Russia has not ratified the treaty, but Group Menatep’s lawyers argue that Russia’s signature suffices to trigger a novel provision in the treaty which ensures ‘provisional application’ of the treaty protections. Menatep claims to have suffered a virtual expropriation of its shareholdings, contrary to the Energy Charter Treaty’s protections. The group is seeking a mammoth $30bn in compensation, making it the largest known investment arbitration in history. The parties and the tribunal will meet for the first time at a procedural hearing scheduled for October 31, in The Hague.

 

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  • A UK court will hear a challenge by Ecuador to a $75m arbitration ruling in favour of California-based Occidental. Oxy won the arbitration last year in a dispute under the US-Ecuador bilateral investment treaty. The company – which has exploration and production rights for a block of Ecuador’s Amazon rainforest – argued that it was entitled to VAT refunds on goods and services purchased in connection with its exploration activities. When tax authorities balked at providing the refunds, Oxy turned first to local courts, and then to international arbitration. Ecuador insists that the arbitral tribunal overstepped its authority by reviewing tax matters which should lay outside the scope of its investment treaty with the US. When Ecuador appealed to UK courts in an effort to overturn the arbitral award, Occidental objected on the grounds that the complaint was not justiciable under England’s Arbitration Act (1996). However, successive court rulings this year have rejected Oxy’s effort to block Ecuador’s appeal. Ecuador’s case is now slated to be heard before the English Commercial Court (Queen’s Bench Division) in December.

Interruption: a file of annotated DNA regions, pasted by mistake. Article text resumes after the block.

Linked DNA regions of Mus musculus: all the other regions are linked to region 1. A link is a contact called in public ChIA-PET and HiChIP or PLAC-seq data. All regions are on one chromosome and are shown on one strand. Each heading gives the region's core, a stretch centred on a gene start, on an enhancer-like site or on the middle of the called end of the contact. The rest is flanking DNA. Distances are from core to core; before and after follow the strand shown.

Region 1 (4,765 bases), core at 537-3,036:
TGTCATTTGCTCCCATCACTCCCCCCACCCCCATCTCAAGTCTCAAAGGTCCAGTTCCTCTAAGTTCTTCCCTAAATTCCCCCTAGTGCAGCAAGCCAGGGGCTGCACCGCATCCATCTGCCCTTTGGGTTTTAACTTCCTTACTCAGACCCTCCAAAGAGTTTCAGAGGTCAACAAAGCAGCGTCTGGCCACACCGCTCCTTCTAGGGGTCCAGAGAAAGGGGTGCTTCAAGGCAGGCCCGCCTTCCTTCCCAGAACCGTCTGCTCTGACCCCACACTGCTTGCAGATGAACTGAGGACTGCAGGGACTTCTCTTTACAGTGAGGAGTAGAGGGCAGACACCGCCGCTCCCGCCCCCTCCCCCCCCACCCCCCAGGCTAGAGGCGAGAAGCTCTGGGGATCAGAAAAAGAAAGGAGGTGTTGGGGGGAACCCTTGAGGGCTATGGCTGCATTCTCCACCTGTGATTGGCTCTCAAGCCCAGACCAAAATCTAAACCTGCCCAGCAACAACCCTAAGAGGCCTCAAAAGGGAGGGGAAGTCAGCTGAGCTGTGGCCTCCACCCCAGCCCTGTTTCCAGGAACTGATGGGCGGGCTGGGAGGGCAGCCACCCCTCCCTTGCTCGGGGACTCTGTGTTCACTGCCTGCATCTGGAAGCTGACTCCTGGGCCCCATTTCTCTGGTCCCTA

Canadian firm Encana is pursuing a similar arbitration against Ecuador over VAT refunds. A source close to the company says that the case, which alleges breaches of Canada’s investment protection treaty with Ecuador, is likely to see a decision later this year. In a recent SEC filing, Encana disclosed that its claim for VAT refunds had reached $139m by December 31, 2004.

 

  • Foreign Investors are queuing up to sue Argentina over government actions taken during the recent financial crisis (see last issue’s cover story), but they’re also suing each other in the fall-out from the crisis. Argentina’s abandonment of the peg between the peso and the dollar has wreaked havoc with some of the contracts and agreements concluded among foreign investors operating in the country. Repsol-YPF, the Spanish-Argentine energy heavyweight, is locked in an arbitration with a subsidiary of US-based CMS Energy over an energy supply contract; the contract was concluded a decade ago, when the peso was still pegged to the dollar. Repsol gave a small amount of ink to the dispute in its June 30, 2005, filing with the Securities and Exchange Commission: “CMS asserts that payments by YPF for electricity and vapour supplied under the agreement must be made in the originally agreed upon currency [dollars] and not in Argentine pesos.” The company argues that the ‘pesification’ of obligations in foreign currency imposed by the Public Emergency Law is unconstitutional. YPF is preparing an answer to the complaint. A legal source in Argentina confirms that a number of other such disputes are quietly being arbitrated as companies quarrel over who will take the hit from the collapse of the peso.

 

  • Lebanon is looking to a Swiss court to overturn a large damages award rendered by an international arbitration tribunal in favour of France Telecom earlier this year. France Telecom, through a subsidiary, had operated a GSM mobile phone network in Lebanon since 1994. When the firm fell out with authorities over performance under the contract, the parties ended up in international arbitration. In a ruling handed down in February of this year, an arbitral tribunal found that Lebanon had violated legal protections contained in the France-Lebanon investment protection treaty, and awarded France Telecom $266m for its losses.

 

Luke Eric Peterson is a journalist and research consultant based in Ottawa, Ontario. He produces an investigative news bulletin on international investment treaties for a Canadian think tank (www.iisd.org)